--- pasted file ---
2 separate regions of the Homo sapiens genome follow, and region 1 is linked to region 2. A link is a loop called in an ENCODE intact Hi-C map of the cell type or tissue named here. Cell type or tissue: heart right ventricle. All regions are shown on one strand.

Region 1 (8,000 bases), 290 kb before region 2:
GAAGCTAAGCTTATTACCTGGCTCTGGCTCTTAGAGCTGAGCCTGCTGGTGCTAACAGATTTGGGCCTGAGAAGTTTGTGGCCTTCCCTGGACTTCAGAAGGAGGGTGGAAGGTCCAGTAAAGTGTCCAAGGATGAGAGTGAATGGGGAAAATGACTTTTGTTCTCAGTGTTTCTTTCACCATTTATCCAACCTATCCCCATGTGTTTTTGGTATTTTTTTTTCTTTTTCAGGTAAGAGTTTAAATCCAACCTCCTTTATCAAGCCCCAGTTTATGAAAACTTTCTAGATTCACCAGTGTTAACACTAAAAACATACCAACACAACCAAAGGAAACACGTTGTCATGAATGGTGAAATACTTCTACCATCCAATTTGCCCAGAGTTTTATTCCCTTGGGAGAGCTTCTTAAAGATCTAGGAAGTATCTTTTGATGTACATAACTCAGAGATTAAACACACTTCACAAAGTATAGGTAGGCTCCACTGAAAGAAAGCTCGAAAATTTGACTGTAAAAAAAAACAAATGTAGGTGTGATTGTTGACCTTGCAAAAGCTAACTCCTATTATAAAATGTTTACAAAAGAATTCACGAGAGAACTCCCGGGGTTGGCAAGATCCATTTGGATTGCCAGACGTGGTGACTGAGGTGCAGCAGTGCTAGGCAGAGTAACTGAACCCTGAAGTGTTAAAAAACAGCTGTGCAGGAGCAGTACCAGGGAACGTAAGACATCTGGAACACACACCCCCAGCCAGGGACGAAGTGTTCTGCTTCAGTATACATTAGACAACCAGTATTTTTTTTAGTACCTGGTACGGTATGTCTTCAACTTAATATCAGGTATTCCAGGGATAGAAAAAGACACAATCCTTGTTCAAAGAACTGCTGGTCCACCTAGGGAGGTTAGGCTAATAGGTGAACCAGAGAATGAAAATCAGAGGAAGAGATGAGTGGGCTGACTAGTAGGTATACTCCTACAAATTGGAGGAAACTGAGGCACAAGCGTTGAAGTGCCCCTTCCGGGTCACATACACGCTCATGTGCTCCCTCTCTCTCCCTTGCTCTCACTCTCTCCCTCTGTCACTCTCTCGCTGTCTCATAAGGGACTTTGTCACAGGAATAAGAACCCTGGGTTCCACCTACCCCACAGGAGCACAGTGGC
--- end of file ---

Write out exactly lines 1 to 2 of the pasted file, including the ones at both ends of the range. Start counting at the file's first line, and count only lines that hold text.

2 separate regions of the Homo sapiens genome follow, and region 1 is linked to region 2. A link is a loop called in an ENCODE intact Hi-C map of the cell type or tissue named here. Cell type or tissue: heart right ventricle. All regions are shown on one strand.

Region 1 (8,000 bases), 290 kb before region 2: